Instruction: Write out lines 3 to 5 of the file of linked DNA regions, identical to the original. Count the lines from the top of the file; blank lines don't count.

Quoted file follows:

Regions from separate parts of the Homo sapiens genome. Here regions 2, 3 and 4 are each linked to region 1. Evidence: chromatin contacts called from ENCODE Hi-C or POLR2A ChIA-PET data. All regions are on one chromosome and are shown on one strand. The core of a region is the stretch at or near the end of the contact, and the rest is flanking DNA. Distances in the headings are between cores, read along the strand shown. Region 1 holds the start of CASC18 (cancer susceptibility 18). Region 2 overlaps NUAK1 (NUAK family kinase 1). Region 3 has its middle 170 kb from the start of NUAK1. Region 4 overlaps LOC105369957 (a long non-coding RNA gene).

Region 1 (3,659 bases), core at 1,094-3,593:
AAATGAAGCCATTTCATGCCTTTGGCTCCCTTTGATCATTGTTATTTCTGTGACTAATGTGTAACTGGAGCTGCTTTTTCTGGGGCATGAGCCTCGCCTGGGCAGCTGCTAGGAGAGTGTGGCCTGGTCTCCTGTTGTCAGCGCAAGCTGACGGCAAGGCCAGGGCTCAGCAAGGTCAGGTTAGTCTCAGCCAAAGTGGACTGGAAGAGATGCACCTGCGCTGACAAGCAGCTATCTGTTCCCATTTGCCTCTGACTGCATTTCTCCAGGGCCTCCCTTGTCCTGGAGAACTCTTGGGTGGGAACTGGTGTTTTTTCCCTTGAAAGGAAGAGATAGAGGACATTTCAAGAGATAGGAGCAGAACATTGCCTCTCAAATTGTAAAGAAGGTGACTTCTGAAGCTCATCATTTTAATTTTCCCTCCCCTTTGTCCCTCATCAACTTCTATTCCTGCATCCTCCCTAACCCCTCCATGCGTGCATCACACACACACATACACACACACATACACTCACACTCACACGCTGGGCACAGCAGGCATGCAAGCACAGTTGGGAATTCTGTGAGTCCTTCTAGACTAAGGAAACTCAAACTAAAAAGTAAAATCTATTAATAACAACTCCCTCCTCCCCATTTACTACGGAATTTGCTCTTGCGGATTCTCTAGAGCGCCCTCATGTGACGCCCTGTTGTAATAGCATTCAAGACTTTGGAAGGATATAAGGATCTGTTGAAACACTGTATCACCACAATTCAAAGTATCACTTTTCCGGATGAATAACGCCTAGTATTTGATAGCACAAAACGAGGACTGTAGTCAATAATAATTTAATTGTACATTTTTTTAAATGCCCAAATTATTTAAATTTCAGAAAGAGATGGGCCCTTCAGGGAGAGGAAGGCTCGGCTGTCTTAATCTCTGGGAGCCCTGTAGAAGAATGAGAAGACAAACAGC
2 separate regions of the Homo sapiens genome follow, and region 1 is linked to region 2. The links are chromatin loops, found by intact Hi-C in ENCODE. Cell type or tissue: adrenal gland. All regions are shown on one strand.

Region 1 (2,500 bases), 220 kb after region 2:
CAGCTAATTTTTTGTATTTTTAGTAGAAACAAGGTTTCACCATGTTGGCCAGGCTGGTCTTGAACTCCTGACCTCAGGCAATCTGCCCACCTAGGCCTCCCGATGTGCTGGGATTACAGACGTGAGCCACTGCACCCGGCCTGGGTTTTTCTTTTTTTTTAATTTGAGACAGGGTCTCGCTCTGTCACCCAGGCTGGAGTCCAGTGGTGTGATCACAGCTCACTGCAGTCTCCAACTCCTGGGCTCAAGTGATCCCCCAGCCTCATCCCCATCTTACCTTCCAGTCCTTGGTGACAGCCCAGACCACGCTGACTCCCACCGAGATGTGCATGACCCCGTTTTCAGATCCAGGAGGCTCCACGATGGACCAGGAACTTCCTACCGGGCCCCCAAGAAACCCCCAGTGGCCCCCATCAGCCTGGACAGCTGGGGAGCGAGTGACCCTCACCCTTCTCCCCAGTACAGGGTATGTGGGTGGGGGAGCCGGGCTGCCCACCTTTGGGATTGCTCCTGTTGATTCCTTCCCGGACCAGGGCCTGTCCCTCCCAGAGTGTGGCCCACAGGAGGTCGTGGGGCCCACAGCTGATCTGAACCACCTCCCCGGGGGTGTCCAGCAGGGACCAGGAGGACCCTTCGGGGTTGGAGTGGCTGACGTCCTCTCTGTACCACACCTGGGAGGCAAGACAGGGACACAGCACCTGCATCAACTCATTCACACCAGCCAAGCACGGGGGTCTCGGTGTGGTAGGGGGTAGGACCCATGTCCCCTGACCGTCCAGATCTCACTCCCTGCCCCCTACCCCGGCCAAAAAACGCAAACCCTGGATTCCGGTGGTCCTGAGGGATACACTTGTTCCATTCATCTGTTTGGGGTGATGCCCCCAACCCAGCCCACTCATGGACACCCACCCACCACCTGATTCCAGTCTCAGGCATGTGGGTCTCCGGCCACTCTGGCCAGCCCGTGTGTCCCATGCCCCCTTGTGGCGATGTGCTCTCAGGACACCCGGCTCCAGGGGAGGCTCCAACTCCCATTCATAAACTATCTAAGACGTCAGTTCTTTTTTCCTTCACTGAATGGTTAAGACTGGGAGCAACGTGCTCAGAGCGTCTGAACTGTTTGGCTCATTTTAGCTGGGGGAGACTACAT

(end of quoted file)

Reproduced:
AAATGAAGCCATTTCATGCCTTTGGCTCCCTTTGATCATTGTTATTTCTGTGACTAATGTGTAACTGGAGCTGCTTTTTCTGGGGCATGAGCCTCGCCTGGGCAGCTGCTAGGAGAGTGTGGCCTGGTCTCCTGTTGTCAGCGCAAGCTGACGGCAAGGCCAGGGCTCAGCAAGGTCAGGTTAGTCTCAGCCAAAGTGGACTGGAAGAGATGCACCTGCGCTGACAAGCAGCTATCTGTTCCCATTTGCCTCTGACTGCATTTCTCCAGGGCCTCCCTTGTCCTGGAGAACTCTTGGGTGGGAACTGGTGTTTTTTCCCTTGAAAGGAAGAGATAGAGGACATTTCAAGAGATAGGAGCAGAACATTGCCTCTCAAATTGTAAAGAAGGTGACTTCTGAAGCTCATCATTTTAATTTTCCCTCCCCTTTGTCCCTCATCAACTTCTATTCCTGCATCCTCCCTAACCCCTCCATGCGTGCATCACACACACACATACACACACACATACACTCACACTCACACGCTGGGCACAGCAGGCATGCAAGCACAGTTGGGAATTCTGTGAGTCCTTCTAGACTAAGGAAACTCAAACTAAAAAGTAAAATCTATTAATAACAACTCCCTCCTCCCCATTTACTACGGAATTTGCTCTTGCGGATTCTCTAGAGCGCCCTCATGTGACGCCCTGTTGTAATAGCATTCAAGACTTTGGAAGGATATAAGGATCTGTTGAAACACTGTATCACCACAATTCAAAGTATCACTTTTCCGGATGAATAACGCCTAGTATTTGATAGCACAAAACGAGGACTGTAGTCAATAATAATTTAATTGTACATTTTTTTAAATGCCCAAATTATTTAAATTTCAGAAAGAGATGGGCCCTTCAGGGAGAGGAAGGCTCGGCTGTCTTAATCTCTGGGAGCCCTGTAGAAGAATGAGAAGACAAACAGC
2 separate regions of the Homo sapiens genome follow, and region 1 is linked to region 2. The links are chromatin loops, found by intact Hi-C in ENCODE. Cell type or tissue: adrenal gland. All regions are shown on one strand.

Region 1 (2,500 bases), 220 kb after region 2: